"We won. Rebuilding is for losers. Time to party! Then it's off to Syria for the next invasion." -- satirist Stephen Colbert, on The Daily Show, quoted by Frank Rich, p.87
War with IranIn reality, Ali is Fereidoun Mahdavi, a secretary to Iranian arms merchant Manucher Ghorbanifar. Ghorbanifar and Mahdavi, himself a former minister under the regime of the Shah of Iran, are peddling a spurious tale of stolen uranium traveling between Iran and Iraq, a tale already disproven by numerous intelligence agencies. Weldon is apparently unaware of the agenda behind the meetings, which he believes are opportunities for him to secure important military information. Ghorbanifar and Mahdavi are apparently attempting, again, to manipulate American policy in the Persian Gulf in a way that profits Iran at the expense of the US, Iraq, and other Middle Eastern countries. As documented in other areas of this site, Ghorbanifar has had some success in this area before, having helped the US set up its arms-for-hostage deal under the Reagan administration that would eventually become known as the Iran-Contra scandal. Ghorbanifar has long been viewed as an unreliable "fabricator" by the CIA.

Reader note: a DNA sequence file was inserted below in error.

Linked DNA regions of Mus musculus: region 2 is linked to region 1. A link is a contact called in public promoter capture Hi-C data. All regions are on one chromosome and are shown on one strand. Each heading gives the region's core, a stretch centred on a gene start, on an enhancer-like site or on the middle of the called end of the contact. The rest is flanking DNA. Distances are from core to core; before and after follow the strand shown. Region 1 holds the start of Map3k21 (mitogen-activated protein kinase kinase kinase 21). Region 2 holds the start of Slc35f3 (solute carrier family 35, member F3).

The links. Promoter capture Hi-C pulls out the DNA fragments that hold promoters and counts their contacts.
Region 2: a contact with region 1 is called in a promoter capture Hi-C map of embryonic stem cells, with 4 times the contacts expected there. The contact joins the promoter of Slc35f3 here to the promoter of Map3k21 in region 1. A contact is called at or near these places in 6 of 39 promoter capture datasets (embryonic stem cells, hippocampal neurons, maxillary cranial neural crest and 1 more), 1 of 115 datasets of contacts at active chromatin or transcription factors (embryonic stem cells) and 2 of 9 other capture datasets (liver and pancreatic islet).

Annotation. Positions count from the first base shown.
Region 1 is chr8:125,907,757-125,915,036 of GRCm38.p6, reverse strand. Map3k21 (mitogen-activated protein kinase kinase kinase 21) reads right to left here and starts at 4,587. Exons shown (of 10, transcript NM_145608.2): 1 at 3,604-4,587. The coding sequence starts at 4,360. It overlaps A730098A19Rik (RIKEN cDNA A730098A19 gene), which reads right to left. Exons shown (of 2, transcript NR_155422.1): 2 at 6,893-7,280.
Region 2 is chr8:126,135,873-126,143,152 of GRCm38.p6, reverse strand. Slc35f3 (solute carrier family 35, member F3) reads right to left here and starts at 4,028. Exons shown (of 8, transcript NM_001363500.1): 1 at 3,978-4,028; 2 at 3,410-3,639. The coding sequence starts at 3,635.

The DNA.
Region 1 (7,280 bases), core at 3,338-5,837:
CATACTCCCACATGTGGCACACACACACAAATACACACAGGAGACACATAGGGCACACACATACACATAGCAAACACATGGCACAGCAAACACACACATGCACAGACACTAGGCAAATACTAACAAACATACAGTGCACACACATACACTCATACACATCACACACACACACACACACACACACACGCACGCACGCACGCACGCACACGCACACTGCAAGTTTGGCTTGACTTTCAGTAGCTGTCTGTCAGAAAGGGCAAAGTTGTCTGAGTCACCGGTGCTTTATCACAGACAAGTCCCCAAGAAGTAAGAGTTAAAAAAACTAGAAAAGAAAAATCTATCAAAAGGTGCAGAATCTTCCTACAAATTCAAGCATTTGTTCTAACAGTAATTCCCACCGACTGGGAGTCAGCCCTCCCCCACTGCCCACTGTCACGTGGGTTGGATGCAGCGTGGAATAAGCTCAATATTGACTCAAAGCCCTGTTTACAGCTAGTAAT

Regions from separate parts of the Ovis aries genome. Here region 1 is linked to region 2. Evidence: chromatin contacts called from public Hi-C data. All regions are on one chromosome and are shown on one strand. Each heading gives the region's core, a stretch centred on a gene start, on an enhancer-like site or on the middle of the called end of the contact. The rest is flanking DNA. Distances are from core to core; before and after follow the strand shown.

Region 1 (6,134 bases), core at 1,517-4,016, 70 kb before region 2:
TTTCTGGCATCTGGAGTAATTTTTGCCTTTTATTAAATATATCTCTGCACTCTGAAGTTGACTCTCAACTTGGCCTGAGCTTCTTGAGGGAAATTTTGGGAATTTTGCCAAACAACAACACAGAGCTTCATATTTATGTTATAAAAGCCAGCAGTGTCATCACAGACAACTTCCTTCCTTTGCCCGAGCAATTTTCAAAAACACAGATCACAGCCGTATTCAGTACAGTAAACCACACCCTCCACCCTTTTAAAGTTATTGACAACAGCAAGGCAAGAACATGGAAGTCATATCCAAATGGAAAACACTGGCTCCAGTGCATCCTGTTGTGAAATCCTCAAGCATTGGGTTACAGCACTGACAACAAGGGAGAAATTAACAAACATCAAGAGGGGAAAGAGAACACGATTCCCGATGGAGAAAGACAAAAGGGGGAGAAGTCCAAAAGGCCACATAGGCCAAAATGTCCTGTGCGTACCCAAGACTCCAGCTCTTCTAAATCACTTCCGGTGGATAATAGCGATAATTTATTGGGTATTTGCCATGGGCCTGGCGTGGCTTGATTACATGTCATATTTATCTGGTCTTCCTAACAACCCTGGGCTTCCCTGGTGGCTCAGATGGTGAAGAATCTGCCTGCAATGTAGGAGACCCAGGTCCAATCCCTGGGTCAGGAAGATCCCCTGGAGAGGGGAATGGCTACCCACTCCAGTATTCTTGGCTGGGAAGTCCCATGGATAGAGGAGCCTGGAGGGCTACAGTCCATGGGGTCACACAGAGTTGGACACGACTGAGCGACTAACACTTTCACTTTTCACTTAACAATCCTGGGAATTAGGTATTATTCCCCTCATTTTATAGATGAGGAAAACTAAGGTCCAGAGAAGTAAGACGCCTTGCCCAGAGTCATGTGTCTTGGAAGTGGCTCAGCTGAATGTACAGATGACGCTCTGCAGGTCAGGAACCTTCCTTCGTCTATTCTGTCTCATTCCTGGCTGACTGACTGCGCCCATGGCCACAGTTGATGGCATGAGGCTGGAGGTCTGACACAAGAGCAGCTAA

Conservative media slantThrough exhaustive researching of the editorial publishings of four different leading American newspapers -- the "liberal" New York Times and Washington Post, and the "conservative" Wall Street Journal and Washington Times, and concludes that while both sets of newspapers are more or less equally partisan in supporting or criticizing a given president's (Bill Clinton and George W. Bush) particular policy initiatives, the conservative papers are far more virulent in their criticism of their opposition. Additionally, the conservative papers are far less willing to criticize Republican administrations; the liberal papers, by contrast, are quite willing to criticize Democratic administrations. The conservative papers are far more willing to indulge in attacks of a personal, vituperative nature than the liberal papers (the conservative papers routinely use terms like "Clintonite pod people," "Kremlinologists," and "Democratic sheep," with no equivalent examples from the liberal papers, which attempted to maintain a tone of respect towards Bush even when disagreeing with his policies). Tomasky notes that one of the reasons why the Whitewater scandal gained so much ground among the mainstream media is because the "liberal" New York Times joined conservative outlets in criticizing the Clinton administration, so much so that conservative columnists and reporters routinely included phrases such as "But even the New York Times agrees that...." (The Times was later forced to admit that much of its criticism of Whitewater and the Clintons was based on misinformation and lies from shady, unreliable sources, many of them associated with the "get-Clinton" Arkansas Project. More about the Arkansas Project can be read in the appropriate pages of this site. It is notable that most other news outlets, particularly those with a conservative slant, never acknowledged the falsity of much of their Whitewater-based reporting.) Tomasky notes that, while it is reckless to speculate that the Times' anti-Clinton slant drove the impeachment proceedings, it is quite likely that, had the Times focused more of its criticism on the illegalities of the Kenneth Starr investigation and less on Clinton, the Democrats who went along with the impeachment proceedings might have fought harder against the impeachment of their president.